Thermals, warm pockets of rising air, are among the most helpful updrafts to gliders. The pilot can either circle the updraft to continuously gain more altitude, a maneuver known as thermaling, or can engage in dolphining, slowing the craft through the thermal and speeding up in the space in between, thus rising and falling in a pattern like a dolphin swimming. However, thermals are only present where there is warm air, making this type of gliding all but impossible in the winter months. During this time, gliders can make use of ridge lift, air rushing upward as wind hits a cliff or steep hill, and wave lift, air near mountainous regions that rises and falls in a wave pattern.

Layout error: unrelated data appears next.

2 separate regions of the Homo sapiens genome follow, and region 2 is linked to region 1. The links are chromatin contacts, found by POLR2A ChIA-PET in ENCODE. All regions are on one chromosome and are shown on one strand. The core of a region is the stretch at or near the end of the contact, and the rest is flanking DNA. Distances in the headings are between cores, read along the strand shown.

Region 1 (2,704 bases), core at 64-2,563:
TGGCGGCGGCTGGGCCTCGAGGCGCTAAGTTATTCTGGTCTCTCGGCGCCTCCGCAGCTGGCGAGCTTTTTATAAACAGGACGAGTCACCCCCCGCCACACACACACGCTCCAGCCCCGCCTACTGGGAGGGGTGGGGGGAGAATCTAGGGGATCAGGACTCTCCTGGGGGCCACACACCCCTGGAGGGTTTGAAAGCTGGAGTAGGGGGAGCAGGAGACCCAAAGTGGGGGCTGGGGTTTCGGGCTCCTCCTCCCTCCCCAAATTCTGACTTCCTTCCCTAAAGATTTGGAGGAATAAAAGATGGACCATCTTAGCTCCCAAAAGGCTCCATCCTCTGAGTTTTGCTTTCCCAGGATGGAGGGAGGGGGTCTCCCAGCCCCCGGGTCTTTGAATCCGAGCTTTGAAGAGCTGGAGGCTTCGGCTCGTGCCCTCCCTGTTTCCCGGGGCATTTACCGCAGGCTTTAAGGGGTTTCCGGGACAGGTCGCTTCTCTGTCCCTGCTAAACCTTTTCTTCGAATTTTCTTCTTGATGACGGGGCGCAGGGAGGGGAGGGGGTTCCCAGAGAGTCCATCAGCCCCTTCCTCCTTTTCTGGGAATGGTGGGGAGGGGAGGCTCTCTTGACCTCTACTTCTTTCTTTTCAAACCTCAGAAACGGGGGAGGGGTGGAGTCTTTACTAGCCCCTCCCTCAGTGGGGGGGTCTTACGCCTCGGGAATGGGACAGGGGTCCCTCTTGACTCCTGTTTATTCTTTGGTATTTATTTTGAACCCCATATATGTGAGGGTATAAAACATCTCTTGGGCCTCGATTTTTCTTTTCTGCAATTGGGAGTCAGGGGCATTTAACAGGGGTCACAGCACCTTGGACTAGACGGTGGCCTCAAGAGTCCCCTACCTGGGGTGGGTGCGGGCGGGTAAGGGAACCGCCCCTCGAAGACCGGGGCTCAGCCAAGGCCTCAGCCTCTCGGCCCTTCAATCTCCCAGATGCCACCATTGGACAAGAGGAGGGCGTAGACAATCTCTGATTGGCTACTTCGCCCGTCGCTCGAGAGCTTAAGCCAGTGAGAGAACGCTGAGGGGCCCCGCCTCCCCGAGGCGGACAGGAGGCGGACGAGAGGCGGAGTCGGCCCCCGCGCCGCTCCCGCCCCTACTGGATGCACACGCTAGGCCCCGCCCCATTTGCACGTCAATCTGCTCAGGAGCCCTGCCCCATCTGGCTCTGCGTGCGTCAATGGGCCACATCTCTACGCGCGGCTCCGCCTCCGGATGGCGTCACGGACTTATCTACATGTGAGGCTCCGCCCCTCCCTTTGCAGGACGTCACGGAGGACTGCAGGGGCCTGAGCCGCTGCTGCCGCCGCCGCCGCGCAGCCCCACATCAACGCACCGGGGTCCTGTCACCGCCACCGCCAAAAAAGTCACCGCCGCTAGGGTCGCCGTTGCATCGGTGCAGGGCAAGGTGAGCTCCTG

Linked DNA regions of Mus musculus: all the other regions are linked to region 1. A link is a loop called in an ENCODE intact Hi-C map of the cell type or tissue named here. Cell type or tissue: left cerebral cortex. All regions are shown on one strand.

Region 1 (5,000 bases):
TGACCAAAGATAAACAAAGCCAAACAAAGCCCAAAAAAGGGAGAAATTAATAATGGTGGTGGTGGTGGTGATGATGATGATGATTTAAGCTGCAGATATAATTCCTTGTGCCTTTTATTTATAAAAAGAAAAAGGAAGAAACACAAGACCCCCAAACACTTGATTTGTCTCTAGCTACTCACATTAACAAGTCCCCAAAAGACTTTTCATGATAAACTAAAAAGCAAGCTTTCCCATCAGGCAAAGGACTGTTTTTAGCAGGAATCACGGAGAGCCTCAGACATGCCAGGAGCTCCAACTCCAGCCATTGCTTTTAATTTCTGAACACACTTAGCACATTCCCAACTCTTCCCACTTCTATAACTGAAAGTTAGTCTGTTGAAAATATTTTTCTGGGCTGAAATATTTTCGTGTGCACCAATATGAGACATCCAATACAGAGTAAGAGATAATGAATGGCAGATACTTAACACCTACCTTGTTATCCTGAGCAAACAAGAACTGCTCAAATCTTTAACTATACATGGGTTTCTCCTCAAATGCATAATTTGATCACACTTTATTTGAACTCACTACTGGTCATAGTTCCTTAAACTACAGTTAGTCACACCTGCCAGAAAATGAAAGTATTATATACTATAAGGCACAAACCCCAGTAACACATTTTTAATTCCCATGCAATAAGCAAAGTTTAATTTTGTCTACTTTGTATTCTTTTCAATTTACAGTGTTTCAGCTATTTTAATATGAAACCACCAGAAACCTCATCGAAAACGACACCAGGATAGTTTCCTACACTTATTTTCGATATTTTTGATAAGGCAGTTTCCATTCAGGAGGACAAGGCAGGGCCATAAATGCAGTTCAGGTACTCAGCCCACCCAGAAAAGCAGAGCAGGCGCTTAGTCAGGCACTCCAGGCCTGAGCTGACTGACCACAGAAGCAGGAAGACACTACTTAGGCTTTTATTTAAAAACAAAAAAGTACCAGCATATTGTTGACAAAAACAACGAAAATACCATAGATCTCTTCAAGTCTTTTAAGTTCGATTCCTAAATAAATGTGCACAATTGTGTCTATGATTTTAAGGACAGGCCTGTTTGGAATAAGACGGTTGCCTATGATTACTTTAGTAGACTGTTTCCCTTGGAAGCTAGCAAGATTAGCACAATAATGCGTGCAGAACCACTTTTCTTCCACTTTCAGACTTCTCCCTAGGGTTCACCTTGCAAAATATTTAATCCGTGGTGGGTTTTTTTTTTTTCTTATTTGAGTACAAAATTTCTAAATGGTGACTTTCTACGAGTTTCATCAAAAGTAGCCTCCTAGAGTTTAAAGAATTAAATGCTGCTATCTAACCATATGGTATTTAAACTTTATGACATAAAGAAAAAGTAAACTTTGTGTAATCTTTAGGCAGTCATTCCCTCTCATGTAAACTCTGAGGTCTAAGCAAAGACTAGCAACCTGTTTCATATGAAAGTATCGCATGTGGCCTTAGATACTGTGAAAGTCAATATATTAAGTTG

Gliding functions as both a solo sport and group competition. Cross country glider races can last for weeks and involve many participants. For the more thrill seeking, aerobatic competitions test a pilots ability to roll, loop, and perform other challenging manuvers.
Gliding is a challenging and rewarding sport. It can be expensive, as one need a glider, a method of getting into the air, and a home landing field, but if you can afford it, this sport has enormous potential.